It is slightly comforting, therefore, to find the Daily Mail's coverage of the reshuffle including this item:
Mr Brown wants to ratify the new constitution - handing another huge chunk of power to Brussels - without a referendum. This won't be popular, and once the document is published, it'll be increasingly clear that it is the original constitution in all but name. A series of EU summits this year will keep it on the agenda.We hope that is the case, and that we do see some political fireworks at the summit in October and from the signing in December, if the colleagues manage to keep to their breakneck timetable. When the details of the treaty do emerge, one hopes to see taunts of "Blair's poodle" as Brown goes tamely off to Lisbon to sign the document at his (previous) master's bidding.
The bad news is that a key player in the unfolding drama will now be David Miliband, Brown's new foreign secretary – especially if, as predicted, Brown is more focused on domestic affairs. Miliband, therefore, will more likely be an active player, rather than a "bedwarmer" in the manner of his predecessor Margaret Beckett.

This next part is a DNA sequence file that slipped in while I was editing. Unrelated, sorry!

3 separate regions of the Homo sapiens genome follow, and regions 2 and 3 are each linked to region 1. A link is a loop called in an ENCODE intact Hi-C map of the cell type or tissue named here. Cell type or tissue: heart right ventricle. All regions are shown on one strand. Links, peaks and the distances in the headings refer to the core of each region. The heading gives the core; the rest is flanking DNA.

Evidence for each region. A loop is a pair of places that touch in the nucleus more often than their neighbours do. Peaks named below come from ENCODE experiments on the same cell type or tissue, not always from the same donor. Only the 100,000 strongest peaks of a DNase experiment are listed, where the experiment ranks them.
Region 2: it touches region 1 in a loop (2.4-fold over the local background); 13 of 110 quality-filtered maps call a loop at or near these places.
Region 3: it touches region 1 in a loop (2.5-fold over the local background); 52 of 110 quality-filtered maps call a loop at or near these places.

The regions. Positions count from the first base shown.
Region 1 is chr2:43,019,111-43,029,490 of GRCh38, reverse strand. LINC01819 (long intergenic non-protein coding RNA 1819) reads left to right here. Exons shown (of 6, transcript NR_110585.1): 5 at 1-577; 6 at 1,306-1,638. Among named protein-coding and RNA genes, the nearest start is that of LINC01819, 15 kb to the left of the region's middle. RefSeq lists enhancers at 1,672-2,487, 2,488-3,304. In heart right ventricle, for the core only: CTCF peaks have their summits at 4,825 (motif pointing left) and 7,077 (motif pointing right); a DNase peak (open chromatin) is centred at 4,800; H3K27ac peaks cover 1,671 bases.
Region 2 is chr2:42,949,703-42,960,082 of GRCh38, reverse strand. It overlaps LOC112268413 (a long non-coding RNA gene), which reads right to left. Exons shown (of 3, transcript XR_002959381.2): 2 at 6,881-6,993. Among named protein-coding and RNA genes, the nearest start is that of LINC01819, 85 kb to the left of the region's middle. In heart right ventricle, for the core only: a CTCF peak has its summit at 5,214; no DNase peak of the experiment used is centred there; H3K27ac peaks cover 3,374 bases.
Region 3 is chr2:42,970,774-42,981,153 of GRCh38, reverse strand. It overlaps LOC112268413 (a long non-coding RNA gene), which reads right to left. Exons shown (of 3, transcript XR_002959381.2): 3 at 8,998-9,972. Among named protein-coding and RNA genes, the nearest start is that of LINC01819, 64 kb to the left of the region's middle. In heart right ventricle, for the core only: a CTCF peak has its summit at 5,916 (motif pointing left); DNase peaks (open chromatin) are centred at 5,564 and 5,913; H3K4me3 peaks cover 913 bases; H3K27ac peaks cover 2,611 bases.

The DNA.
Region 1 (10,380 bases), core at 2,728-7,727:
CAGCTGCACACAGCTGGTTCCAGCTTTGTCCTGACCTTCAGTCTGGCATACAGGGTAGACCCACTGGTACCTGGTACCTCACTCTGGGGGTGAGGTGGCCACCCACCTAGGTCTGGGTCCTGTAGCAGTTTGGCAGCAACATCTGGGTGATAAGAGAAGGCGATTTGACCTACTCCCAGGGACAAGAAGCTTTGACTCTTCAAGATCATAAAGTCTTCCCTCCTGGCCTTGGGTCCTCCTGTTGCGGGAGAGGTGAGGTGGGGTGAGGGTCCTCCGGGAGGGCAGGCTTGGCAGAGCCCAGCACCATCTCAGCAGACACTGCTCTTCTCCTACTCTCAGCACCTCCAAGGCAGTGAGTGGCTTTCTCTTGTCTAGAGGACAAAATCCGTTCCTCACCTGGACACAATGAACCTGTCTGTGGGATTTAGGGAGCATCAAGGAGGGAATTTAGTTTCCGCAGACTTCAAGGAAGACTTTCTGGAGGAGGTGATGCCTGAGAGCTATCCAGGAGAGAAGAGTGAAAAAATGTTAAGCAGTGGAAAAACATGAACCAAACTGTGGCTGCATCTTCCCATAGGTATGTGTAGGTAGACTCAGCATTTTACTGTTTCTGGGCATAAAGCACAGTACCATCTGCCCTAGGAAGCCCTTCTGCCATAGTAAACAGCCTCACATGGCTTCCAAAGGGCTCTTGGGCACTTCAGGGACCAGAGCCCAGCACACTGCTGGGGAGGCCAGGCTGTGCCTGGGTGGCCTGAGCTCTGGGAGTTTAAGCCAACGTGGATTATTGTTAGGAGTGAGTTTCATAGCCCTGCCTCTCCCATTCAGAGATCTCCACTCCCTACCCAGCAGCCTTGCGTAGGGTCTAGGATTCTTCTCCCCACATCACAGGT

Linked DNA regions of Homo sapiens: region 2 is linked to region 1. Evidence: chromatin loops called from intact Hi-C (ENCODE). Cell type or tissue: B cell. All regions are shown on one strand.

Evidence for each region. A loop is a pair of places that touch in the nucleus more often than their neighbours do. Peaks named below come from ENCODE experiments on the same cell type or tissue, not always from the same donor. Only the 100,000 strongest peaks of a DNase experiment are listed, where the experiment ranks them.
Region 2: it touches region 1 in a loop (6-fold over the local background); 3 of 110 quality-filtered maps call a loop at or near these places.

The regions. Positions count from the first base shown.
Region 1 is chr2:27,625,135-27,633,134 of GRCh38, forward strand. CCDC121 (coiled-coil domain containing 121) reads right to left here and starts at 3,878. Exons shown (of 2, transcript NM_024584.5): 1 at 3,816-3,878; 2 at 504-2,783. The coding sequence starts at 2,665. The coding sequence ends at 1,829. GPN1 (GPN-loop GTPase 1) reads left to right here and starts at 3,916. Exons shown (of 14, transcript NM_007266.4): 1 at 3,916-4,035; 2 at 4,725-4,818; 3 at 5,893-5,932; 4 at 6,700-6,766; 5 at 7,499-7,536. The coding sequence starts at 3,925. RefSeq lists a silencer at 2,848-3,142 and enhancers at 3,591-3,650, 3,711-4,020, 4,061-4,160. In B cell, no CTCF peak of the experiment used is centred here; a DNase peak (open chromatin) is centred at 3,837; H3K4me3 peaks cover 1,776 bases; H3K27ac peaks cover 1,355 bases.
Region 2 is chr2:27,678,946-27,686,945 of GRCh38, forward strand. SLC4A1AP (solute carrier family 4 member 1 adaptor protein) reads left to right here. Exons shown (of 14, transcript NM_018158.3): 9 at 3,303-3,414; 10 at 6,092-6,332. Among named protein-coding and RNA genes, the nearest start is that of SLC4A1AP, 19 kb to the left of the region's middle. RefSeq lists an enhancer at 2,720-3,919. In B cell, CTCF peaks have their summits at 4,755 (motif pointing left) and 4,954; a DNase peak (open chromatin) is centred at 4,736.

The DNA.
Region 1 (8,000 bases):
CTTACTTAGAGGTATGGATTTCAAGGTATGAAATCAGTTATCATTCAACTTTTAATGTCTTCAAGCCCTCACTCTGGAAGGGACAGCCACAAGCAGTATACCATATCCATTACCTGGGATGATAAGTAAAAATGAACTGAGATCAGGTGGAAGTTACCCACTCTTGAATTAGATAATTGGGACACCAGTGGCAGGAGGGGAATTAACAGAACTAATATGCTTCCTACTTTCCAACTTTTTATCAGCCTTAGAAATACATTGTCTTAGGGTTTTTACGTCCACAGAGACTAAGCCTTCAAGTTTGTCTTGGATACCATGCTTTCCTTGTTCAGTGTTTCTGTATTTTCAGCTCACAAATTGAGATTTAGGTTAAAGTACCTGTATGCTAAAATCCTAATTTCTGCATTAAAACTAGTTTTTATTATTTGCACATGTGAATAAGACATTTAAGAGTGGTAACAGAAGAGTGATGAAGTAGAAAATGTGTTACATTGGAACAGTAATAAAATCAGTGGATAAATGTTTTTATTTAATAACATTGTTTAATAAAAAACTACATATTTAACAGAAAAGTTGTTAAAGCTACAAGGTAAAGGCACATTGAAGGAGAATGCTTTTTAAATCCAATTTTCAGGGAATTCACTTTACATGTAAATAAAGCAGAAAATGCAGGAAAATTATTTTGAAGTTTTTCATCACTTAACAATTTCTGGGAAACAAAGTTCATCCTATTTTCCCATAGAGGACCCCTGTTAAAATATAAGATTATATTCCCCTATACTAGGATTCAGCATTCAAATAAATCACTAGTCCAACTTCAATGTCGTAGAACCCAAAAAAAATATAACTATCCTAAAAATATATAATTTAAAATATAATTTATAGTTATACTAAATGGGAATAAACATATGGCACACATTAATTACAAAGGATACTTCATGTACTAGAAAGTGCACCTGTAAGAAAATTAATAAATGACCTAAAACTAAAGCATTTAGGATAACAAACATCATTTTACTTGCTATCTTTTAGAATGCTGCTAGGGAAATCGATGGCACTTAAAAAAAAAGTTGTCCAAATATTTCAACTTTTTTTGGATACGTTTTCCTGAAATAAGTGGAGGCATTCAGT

Unfortunately, this man is a committed Europhile, as is evident from this speech to the Max Planck Institute in February 2002.
Evidence of where his loyalties lie also come from the fact that he was founder of the openly Europhile Centre for European Reform, which is currently hosting such delights as this. And, of course, while he has been Environment secretary, he has been consistently pushing for greater EU involvement in environmental issues – of which this is a classic example.
Although in some quarters, Gordon Brown has acquired a reputation for being something of a Eurosceptic, his appointment of a strongly Europhile foreign secretary does not auger well. The new treaty negotiations, as far as the "colleagues" will be concerned, will be in safe hands.
Of course, with his interesting family background, this is not entirely surprising (more here).
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